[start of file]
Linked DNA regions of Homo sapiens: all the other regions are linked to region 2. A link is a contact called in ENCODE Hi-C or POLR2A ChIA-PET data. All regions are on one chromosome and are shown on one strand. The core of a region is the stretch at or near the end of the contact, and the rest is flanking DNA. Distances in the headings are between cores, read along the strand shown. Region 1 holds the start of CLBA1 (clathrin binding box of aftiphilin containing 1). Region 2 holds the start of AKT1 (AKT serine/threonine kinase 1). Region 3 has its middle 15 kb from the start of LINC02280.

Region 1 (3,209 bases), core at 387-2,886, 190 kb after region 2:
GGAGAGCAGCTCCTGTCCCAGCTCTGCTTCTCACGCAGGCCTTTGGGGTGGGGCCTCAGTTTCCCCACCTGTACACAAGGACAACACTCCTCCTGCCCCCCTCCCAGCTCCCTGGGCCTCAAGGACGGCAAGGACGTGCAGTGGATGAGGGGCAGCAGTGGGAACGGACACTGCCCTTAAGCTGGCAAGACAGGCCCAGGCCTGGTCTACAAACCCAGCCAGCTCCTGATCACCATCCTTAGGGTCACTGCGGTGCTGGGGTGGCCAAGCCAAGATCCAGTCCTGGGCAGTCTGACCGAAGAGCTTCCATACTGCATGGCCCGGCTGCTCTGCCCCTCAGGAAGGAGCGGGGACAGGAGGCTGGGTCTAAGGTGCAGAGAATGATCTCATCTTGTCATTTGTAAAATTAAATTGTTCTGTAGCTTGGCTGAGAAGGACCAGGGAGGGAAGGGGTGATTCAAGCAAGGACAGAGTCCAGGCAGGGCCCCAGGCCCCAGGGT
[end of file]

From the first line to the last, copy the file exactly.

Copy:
Linked DNA regions of Homo sapiens: all the other regions are linked to region 2. A link is a contact called in ENCODE Hi-C or POLR2A ChIA-PET data. All regions are on one chromosome and are shown on one strand. The core of a region is the stretch at or near the end of the contact, and the rest is flanking DNA. Distances in the headings are between cores, read along the strand shown. Region 1 holds the start of CLBA1 (clathrin binding box of aftiphilin containing 1). Region 2 holds the start of AKT1 (AKT serine/threonine kinase 1). Region 3 has its middle 15 kb from the start of LINC02280.

Region 1 (3,209 bases), core at 387-2,886, 190 kb after region 2:
GGAGAGCAGCTCCTGTCCCAGCTCTGCTTCTCACGCAGGCCTTTGGGGTGGGGCCTCAGTTTCCCCACCTGTACACAAGGACAACACTCCTCCTGCCCCCCTCCCAGCTCCCTGGGCCTCAAGGACGGCAAGGACGTGCAGTGGATGAGGGGCAGCAGTGGGAACGGACACTGCCCTTAAGCTGGCAAGACAGGCCCAGGCCTGGTCTACAAACCCAGCCAGCTCCTGATCACCATCCTTAGGGTCACTGCGGTGCTGGGGTGGCCAAGCCAAGATCCAGTCCTGGGCAGTCTGACCGAAGAGCTTCCATACTGCATGGCCCGGCTGCTCTGCCCCTCAGGAAGGAGCGGGGACAGGAGGCTGGGTCTAAGGTGCAGAGAATGATCTCATCTTGTCATTTGTAAAATTAAATTGTTCTGTAGCTTGGCTGAGAAGGACCAGGGAGGGAAGGGGTGATTCAAGCAAGGACAGAGTCCAGGCAGGGCCCCAGGCCCCAGGGT